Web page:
NaPoWriMo, Week 3: Five Secret Weapons in Writing Poetry

Since last week’s post was pure editorial, I wanted to make this week’s post pure resource. I think I may be taking a tremendous risk by revealing these five secrets that I use to help generate original, polished work. I mean, I sunk four years of my life into a degree in Poetry, and now I’m just gonna put it all out there for free on the internet. (100% of PayPal Donations will go towards paying off the credit card debt I racked up post-graduation!)

Before I begin, I want to link to another resource: HTML Giant’s list of Moves in Contemporary Poetry. Study this list. Be able to recognize these moves. Resist them or employ them at your will.

That said:

1. Make An Outline

Chances are, at some point in your studies, whether it was a five paragraph essay or a screenplay, someone forced you to make an outline of ideas before you started writing. Fun fact: You can do this with poetry, too!

Although this technique works well for all different types of poetry, it best services narrative. Mindy Nettifee’s book on the writing process, “Glitter in the Blood,” gives a great technique called “mind mapping,” which is essentially a free association flow chart of ideas that you can use to sort through ideas surrounding a prompt or topic. I would suggest you buy her book if you want to learn more, but I can provide my own example. I used a flowchart approach in a workshop I led where I asked students to write poems about their favorite colors:

mind map

If you can make out my sloppy handwriting in this low quality picture, you can see that I’ve listed several things related to yellow, as well as many things seemingly unrelated but which I realize through free-association, and finally a list of yellow in popular culture. When I was done with this map, I picked a starting point and tried to incorporate as many things on this list as possible.

Another common technique is creating lists before you begin writing a poem. This technique works best in workshop scenarios, when writing toward a concept or theme, or in response to example poems. However, that is not to say that this cannot be recreated when working independently.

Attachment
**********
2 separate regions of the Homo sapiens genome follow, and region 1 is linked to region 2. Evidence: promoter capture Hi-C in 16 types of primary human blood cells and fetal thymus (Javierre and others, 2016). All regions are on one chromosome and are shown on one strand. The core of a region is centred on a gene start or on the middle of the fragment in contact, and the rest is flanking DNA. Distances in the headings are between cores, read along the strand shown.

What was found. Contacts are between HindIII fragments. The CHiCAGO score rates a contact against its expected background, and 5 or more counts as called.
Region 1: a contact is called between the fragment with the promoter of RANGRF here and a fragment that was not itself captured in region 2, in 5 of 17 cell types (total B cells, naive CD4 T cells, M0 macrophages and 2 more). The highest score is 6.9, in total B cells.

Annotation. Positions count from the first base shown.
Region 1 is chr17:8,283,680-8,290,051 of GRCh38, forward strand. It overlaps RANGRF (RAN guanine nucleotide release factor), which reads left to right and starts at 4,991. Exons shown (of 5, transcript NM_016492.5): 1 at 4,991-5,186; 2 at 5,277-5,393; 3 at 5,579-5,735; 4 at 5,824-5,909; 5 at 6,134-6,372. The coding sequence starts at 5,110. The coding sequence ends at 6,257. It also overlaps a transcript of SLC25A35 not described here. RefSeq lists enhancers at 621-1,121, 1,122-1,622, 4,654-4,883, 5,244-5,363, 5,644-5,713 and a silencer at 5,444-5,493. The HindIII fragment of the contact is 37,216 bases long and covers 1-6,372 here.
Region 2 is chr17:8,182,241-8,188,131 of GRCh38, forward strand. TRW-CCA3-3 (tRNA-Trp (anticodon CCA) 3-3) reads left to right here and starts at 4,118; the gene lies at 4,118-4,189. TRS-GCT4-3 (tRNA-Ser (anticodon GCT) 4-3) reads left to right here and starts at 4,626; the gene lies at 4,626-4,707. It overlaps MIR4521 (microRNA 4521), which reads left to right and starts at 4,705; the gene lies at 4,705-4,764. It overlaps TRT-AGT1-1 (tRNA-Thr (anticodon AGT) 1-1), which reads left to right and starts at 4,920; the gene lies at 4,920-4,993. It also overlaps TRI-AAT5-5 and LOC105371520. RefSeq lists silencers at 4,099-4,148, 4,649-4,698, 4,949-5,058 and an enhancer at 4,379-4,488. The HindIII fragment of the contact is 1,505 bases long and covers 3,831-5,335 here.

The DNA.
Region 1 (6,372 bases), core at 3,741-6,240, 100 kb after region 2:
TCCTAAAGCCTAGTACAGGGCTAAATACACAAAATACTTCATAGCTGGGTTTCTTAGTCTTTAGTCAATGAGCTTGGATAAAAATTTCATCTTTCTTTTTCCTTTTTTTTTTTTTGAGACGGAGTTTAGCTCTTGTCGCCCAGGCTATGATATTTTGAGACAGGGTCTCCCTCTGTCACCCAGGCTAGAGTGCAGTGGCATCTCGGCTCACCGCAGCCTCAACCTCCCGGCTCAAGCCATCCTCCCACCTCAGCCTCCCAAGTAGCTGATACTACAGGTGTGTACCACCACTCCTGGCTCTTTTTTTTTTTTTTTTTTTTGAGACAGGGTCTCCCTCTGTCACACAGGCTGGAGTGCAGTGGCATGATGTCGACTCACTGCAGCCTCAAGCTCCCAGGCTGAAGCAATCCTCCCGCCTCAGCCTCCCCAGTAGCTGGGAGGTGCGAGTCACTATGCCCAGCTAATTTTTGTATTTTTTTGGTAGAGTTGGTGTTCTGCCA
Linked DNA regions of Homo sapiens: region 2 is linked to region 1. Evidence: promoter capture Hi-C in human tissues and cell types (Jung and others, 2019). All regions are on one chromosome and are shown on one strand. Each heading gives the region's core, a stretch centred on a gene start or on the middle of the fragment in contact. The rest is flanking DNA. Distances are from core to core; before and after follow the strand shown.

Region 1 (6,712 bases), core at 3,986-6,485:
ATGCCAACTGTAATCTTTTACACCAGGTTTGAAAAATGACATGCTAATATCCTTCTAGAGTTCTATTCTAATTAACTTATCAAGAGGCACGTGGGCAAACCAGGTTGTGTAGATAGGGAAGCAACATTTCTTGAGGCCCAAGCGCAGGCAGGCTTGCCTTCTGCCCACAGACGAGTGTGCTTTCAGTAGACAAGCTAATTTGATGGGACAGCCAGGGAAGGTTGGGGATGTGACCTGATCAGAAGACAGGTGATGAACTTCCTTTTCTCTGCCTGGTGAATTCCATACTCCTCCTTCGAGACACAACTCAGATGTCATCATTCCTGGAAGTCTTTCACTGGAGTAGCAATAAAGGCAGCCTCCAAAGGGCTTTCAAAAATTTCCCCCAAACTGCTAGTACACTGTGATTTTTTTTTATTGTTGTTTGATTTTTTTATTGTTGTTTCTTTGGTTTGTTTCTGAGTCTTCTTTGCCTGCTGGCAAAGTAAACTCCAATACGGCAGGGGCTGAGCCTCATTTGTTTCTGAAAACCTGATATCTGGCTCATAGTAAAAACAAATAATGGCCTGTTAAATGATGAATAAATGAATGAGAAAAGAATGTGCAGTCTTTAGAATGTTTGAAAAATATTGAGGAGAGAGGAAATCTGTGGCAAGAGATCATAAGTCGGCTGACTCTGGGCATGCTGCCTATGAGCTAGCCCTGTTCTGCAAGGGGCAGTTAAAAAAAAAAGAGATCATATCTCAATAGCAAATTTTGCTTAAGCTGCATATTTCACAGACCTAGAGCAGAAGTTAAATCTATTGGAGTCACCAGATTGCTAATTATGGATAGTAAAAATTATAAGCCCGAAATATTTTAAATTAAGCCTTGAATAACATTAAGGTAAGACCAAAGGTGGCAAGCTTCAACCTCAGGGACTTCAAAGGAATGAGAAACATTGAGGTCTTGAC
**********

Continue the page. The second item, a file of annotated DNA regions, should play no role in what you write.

Commonly, the poet is asked to create three separate lists of at least five items apiece that can speak to a concept or theme; if you want to write a poem about your racial identity, for example, one list could simply be “Five times someone made you aware of your skin color,” while another might be “Five things you gave up on.”

This technique is meant to organize thoughts; it’s distinct from an outline in that it does not inherently provide order to the poem. Instead, it prepares your mind to be in the space of the poem. The lists are helpful to refer back to during the writing process itself. However, especially in the latter technique, it is not necessary to use some or all of the components.

These techniques are most useful for writing poems when you already have a concept in mind, even if you don’t know, exactly, what the poem should be about. It’s extremely helpful for creating first person, narrative work.

2. Reversing The Sequence

The best advice I ever got while in school was when a professor told me, “Sometimes, you need to get out of the way of the poem.” This advice is helpful in many different scenarios, but there is one specific revision technique I associate it with: radical revision.

I’ll discuss one other radical revision technique a little later, but my go-to is the reversal of sequence within the poem. In this approach, you literally reverse the order of the lines, so that the last line in first, and the first line is last.

This works for a litany of reasons: in rough drafts, it  sometimes takes us the entire length of a poem to figure out our “thesis statement,” 0r the most concrete idea of the poem. On the other hand, first lines can tend to be more concerned with abstraction or naming the concept; these expository moments don’t always ground the poem the way an opener should. Look at a couple of your poems right now and switch the first line or stanza with the last line or stanza, and see what happens.

To return to the “getting out of the way of the poem,” though–this technique will instantly undo the logic within the language of the poem. There’s no other way to make a boring poem suddenly interesting than by fucking with the laws of syntax, grammar, and punctuation. In the reversal, language becomes the driving force of the verse, rather than the attempt at meaning. Often when the poem feels forced, the reversal will undo the strain of meaning and allow the poem to speak for itself.

3. Dictionaries

You ever hear the saying, “You’re so boring, you probably read the dictionary for fun?” I’m literally that person. The dictionary is probably my most often used secret weapon in writing poetry. Visual artists are often inspired by materials; if you’re a writer, words are your materials.

If you’re an advanced enough poet to realize when you’re using language that’s over-done or cliche, the best thing to do is to look up the definition of the word in the dictionary. Obviously thesarauses (thesauri?) are a good way for replacing plain words with more descriptive synonyms, but looking up the etymology and learning the functional properties of words can be hugely inspiring to the concept of a poem.